Having Something Worth Saying, and Saying It Well: a book review

I like comedian and motivational speaker Ken Davis. I have several video tapes of him delivering inspirational messages and he never fails to make you laugh and think. There are a couple of his messages which I can still remember near verbatim years later.  One of the things that impresses me about him is his ability to use humor in a way that re-enforces his overall message. I know from experience that humor sometimes can undermine your message and make it difficult for people to take you seriously, but Davis is a master of moving you from laughter to tears while proclaiming truth and moving you to a response.

In the Secrets of Dynamic Communication,  Davis reveals the secrets of dynamic communication (not just another clever title).  This is a book about public speaking written for anyone with something worth saying. The most important component of  an effective speech is focus. Davis argues that pinpointing the purpose of your talk, will give you greater clarity and make you easier to listen to.  He advocates what he calls the SCORRE process.

When I first saw the acronym SCORRE, I figured that Davis is primarily a speaker and so not a great speller. But each letter represents one aspect of his system for preparing a talk, described in part one of this book the letters are:

  • S–Establishing the Subject
  • C– Choosing a Central Theme
  • O– Focusing on the Objective
  • R– Developing a solid Rationale (i.e. outline, organization).
  • R– Gathering Resources (i.e. illustrations, quotes, etc). 
  • E– Evaluate, Evaluate, Evaluate

Davis describes  ‘presenting’ in part two. He talks about involving the audience, using effective and non-distracting body language and controlling the speaking environment (i.e. lighting, sound, minimizing distractions, etc).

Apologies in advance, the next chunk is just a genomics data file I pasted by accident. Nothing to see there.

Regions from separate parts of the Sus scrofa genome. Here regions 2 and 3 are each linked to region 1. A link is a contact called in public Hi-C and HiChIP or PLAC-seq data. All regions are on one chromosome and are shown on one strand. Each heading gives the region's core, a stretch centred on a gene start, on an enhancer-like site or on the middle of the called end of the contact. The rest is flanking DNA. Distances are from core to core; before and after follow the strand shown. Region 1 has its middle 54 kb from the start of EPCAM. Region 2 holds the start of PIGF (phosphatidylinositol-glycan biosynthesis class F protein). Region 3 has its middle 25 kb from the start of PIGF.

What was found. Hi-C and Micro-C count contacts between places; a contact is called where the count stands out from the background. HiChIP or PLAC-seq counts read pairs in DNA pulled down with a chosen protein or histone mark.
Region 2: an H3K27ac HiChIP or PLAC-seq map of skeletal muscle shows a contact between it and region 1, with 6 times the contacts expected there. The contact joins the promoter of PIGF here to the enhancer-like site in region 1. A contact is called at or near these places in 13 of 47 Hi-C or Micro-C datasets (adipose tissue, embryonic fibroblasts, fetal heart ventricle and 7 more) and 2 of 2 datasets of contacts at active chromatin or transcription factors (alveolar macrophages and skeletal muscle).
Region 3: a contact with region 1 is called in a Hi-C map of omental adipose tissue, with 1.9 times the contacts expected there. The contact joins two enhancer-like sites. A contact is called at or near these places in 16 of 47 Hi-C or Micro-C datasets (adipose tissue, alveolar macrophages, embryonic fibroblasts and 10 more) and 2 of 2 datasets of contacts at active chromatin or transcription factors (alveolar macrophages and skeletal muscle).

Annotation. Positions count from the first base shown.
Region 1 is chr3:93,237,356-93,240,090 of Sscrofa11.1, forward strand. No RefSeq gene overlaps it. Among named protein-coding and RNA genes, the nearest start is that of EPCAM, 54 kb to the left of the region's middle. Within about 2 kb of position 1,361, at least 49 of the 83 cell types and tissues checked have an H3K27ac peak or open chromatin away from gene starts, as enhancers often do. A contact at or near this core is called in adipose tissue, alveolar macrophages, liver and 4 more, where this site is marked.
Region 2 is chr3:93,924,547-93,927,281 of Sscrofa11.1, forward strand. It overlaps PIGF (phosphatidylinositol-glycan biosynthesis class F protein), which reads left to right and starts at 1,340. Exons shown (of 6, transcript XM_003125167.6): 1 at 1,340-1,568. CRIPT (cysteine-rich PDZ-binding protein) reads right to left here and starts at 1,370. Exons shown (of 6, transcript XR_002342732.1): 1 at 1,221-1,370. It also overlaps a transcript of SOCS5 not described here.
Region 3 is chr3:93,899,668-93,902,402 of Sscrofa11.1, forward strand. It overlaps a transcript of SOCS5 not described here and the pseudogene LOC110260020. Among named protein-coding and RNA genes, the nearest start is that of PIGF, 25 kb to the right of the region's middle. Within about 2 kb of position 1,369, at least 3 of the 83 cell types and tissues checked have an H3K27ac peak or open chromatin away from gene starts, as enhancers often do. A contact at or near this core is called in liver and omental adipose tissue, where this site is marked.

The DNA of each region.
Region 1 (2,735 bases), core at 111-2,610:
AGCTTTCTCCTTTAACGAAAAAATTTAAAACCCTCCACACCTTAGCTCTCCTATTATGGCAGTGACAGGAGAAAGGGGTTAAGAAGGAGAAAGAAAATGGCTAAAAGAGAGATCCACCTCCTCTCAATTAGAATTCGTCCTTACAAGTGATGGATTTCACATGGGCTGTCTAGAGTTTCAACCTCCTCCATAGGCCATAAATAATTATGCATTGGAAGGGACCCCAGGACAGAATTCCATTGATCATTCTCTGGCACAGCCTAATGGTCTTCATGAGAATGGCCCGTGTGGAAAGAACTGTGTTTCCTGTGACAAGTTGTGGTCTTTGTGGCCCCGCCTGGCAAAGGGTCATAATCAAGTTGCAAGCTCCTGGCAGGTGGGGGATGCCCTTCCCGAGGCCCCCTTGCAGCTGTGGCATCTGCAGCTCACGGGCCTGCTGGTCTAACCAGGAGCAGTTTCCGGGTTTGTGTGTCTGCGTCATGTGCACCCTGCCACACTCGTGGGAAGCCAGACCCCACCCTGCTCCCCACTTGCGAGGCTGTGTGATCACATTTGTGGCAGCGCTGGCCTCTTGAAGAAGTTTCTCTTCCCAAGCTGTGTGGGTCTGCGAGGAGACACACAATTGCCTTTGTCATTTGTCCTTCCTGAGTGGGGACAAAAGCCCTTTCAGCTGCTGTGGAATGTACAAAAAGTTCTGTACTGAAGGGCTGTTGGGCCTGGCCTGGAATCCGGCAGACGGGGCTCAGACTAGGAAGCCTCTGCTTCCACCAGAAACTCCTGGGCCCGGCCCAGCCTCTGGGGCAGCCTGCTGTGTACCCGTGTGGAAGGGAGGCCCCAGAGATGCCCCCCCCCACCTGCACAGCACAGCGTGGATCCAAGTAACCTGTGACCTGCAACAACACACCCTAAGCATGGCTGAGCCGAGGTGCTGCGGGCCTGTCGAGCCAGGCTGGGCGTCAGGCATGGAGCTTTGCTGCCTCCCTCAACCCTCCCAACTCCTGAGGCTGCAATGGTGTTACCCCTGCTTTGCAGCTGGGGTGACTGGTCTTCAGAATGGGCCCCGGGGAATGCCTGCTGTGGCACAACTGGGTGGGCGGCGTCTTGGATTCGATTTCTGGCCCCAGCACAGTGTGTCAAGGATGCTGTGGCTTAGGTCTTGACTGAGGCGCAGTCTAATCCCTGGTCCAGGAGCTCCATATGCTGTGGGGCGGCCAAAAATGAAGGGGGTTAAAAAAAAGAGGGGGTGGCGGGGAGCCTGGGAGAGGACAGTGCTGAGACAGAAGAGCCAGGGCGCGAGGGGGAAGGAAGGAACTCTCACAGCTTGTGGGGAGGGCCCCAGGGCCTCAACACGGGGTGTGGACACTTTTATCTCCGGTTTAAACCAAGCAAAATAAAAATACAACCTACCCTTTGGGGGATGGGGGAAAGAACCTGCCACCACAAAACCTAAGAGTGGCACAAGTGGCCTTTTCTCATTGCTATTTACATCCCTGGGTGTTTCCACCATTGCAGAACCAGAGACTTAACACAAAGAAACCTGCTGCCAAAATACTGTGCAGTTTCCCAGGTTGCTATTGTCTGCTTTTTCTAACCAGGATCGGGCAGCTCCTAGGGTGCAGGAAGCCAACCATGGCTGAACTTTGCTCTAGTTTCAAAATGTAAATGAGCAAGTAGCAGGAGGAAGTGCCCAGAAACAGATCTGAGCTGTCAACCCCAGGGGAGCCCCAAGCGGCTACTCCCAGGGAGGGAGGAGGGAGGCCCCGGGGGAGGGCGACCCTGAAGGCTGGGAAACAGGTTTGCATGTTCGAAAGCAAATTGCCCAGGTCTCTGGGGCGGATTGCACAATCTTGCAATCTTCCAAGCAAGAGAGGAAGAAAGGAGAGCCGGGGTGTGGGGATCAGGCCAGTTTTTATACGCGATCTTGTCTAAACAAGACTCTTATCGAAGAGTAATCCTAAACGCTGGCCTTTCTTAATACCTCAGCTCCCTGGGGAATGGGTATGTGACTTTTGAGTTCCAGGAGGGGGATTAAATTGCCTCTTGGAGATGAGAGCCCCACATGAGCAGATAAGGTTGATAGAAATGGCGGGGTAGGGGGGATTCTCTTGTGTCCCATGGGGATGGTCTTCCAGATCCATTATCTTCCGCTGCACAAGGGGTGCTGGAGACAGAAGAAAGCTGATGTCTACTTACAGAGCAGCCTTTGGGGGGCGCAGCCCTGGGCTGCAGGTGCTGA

Part three imparts wisdom about thriving as a speaker. After a chapter on time management, Davis has a chapter on the use of humor in speeches.  He makes a distinction between high-risk humor (jokes that could bomb) and low-risk humor (funny stories which illustrate the point).  As I said above, Davis is masterful at using humor to illustrate his points, and his advice to other speakers is to not use humor that detracts from your overall message, or does not fit the context you are speaking in. His closing chapter describes the blend of logos, ethos, and pathos for dynamic communication. These are terms that come straight from Aristotle, but also describe (in the language of Christian spirituality) how our message and our lives should speak to head, heart and hands. I couldn’t agree more.

As I read through this book, I was able to assess where some of my own sermons have been most successful (and why a few bombed!).  I think I already implement aspects of the SCORRE process whenever I prepare a sermon or talk. What I haven’t really done is develop an objective statement the Davis way: wedding a proposition to an interrogative response.   His way of articulating an objective is very particular (i.e. he instructs us to always use keywords, stating that keywords are always plural nouns).  I am not sure that I will ever write an objective statement like the one he calls for, but his purpose is sound.  We’ve all watched speakers flounder and run down rabbit tails and wondered what they were trying to say. Having an objective disciplines a speaker to stay on task which helps everyone in the room!

If you engage in any sort of public speaking (which you will), this will be a helpful book. Davis is a seasoned speaker and has got a lot of wisdom to share.  Experienced speakers may regard some of this as basic, but it is worthwhile to review the basics and to evaluate your own process. I give this book five stars!

Thank you to Thomas Nelson and Booksneeze for providing me a copy of this book in exchange for my honest review.

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